The Science behind rest and recovery for weight loss
Studies have shown that people who sleep between six and eight hours a night have a greater chance of achieving their weight-loss goal than those who sleep less or more. As sleep can be quite sparse for new mothers and fathers, whether that’s waking up for a feed in the middle of the night or attending to a crying baby, muscle recovery products like the massage gun from Pulseroll.com lowers stress levels and can help achieve greater weight loss.
If someone is not sleeping well and is under stress, then sticking to a weight loss program will be more difficult. So easing the tension in your body, with adequate muscle recovery training, can help postpartum mums, de-stress ease aches and pains, and allow you to sleep better, helping to achieve weight loss goals.
Why you should look to lose weight post-birth
Keeping excess baby weight could actually lead to further health complications, so post-birth, having a goal in mind to lose your baby weight is desirable. According to a study back in 2009, almost half of women gain more than the recommended amount of weight during pregnancy, so losing your ‘baby weight’ will:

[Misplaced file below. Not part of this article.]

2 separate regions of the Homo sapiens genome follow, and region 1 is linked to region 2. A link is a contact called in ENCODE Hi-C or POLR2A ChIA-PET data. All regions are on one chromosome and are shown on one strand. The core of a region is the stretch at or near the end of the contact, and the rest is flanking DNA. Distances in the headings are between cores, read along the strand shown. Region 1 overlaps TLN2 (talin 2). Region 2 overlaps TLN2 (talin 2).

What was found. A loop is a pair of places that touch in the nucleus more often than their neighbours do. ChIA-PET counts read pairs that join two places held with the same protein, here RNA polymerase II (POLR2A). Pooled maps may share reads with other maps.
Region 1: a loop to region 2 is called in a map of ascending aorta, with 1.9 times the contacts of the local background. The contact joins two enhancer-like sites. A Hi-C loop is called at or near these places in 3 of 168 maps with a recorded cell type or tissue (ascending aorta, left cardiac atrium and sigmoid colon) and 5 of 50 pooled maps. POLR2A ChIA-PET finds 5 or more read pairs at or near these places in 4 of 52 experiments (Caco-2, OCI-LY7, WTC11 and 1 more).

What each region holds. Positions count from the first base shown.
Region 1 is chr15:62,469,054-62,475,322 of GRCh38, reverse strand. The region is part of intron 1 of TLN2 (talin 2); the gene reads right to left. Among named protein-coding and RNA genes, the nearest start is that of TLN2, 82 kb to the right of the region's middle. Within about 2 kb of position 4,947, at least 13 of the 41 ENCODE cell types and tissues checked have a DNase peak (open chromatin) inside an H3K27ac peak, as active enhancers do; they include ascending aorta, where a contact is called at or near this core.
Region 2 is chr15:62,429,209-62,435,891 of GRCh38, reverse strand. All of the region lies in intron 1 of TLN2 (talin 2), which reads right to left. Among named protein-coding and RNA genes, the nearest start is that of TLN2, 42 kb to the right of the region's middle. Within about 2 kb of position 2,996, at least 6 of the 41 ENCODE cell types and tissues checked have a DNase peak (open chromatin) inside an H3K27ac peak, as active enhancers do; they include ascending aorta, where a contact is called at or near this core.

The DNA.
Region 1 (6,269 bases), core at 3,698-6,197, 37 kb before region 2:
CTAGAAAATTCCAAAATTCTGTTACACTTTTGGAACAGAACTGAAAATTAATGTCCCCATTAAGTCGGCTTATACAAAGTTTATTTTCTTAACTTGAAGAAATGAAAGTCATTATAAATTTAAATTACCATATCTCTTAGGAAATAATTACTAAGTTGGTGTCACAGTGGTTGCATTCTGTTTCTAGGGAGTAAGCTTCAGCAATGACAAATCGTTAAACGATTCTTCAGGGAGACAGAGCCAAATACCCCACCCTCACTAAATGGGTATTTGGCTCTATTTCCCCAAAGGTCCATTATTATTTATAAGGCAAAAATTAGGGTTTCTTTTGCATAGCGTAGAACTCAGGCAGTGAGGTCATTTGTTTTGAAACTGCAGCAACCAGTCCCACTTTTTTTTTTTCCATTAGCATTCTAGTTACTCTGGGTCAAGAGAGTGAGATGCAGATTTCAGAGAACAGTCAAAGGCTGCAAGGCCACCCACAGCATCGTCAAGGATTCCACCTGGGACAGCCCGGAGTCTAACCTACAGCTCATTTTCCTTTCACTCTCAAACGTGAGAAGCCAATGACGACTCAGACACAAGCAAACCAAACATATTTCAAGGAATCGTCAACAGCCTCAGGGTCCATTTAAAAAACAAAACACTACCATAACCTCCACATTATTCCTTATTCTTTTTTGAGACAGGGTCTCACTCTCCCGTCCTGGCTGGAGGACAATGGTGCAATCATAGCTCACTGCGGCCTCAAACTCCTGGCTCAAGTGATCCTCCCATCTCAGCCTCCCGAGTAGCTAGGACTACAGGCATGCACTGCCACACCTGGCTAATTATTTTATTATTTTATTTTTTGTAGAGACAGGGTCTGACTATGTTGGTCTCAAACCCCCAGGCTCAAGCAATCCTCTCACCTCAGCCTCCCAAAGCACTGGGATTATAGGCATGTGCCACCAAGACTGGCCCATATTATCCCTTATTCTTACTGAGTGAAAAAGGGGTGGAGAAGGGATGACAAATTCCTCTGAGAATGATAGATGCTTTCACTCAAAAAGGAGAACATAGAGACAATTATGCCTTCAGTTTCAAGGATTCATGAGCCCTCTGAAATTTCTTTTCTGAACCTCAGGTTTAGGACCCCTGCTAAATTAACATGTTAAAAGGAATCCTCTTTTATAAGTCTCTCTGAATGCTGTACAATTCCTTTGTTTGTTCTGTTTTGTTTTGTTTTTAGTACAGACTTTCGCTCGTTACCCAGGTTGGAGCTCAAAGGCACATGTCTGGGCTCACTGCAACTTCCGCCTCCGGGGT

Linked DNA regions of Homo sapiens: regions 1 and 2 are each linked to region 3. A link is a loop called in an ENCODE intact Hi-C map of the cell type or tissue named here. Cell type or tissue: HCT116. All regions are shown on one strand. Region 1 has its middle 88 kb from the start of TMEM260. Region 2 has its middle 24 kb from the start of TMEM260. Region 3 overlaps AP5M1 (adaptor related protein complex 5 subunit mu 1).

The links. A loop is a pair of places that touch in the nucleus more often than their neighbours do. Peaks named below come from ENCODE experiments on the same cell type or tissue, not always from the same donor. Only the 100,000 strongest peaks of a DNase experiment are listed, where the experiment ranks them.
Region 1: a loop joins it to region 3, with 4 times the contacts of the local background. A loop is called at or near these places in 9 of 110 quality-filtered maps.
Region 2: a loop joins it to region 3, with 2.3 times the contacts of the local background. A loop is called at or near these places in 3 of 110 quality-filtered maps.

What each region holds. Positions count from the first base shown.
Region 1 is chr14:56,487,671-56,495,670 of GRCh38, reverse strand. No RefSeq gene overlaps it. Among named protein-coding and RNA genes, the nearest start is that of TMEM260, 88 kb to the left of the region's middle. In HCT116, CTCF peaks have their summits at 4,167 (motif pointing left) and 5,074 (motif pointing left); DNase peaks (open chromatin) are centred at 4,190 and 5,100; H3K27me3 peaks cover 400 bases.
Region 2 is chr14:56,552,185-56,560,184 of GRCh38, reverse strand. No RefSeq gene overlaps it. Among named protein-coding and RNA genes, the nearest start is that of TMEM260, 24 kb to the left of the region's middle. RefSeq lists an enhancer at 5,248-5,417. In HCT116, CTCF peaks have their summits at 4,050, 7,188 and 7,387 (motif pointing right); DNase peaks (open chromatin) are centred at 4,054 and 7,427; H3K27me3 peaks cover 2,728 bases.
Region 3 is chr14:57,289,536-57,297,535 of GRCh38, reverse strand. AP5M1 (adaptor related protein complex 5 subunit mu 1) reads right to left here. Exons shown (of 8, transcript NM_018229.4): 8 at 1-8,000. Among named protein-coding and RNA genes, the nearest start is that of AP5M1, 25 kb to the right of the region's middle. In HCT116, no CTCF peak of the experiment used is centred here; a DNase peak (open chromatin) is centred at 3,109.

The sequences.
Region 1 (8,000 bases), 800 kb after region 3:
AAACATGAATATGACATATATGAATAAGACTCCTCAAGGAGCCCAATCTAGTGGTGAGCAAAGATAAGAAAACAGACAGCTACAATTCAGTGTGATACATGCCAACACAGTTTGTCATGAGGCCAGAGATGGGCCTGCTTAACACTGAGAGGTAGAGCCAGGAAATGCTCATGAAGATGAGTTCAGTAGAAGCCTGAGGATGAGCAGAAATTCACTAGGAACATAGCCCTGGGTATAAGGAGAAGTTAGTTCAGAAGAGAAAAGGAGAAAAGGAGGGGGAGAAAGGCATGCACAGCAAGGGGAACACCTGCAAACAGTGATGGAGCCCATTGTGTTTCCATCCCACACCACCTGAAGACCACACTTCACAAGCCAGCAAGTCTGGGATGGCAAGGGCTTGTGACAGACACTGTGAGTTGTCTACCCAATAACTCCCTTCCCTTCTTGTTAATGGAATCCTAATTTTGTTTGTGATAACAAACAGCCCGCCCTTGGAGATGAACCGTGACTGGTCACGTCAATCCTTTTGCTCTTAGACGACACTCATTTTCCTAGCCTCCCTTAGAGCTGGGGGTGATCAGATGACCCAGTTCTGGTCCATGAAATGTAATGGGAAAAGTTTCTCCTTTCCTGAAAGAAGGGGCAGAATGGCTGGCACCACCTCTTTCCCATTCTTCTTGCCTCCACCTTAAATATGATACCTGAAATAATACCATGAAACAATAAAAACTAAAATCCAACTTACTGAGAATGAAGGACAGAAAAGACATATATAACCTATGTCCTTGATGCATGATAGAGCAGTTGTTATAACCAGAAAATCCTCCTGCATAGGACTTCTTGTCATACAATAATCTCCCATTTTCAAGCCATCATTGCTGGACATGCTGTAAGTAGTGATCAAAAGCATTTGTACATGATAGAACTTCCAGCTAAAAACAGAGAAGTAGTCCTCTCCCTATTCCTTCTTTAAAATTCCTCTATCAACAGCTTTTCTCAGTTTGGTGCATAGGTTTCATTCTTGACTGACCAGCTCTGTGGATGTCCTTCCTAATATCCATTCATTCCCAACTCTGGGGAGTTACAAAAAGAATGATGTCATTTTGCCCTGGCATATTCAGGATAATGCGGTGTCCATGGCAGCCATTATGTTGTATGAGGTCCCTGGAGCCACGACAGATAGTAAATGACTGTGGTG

- Reduce your risk of becoming overweight
- Reduce the risk of developing complications in any further pregnancies
- Reduce the likelihood of developing heart disease and diabetes
- Reduce risks for women developing gestational diabetes
What your recovery training routine should look like?
When you have been carrying a baby, placenta, and experienced enlarged breast tissue and uterus enlargement for approximately 9 months, making it easy with your workouts is essential. However, depending on how much weight you put on during pregnancy, this will impact how quickly you will be able to shed the pounds.
A woman postpartum should in-fact have the main focus of achieving a normal weight range, rather unrealistic goals witnessed by celebrities. When you have your first session back after having a baby, you’ll most likely feel disconnected from your body, feel sluggish and uncomfortable, however just remind yourself that this is only the first step to returning to normal body weight and acknowledging your mental health and physical wellbeing.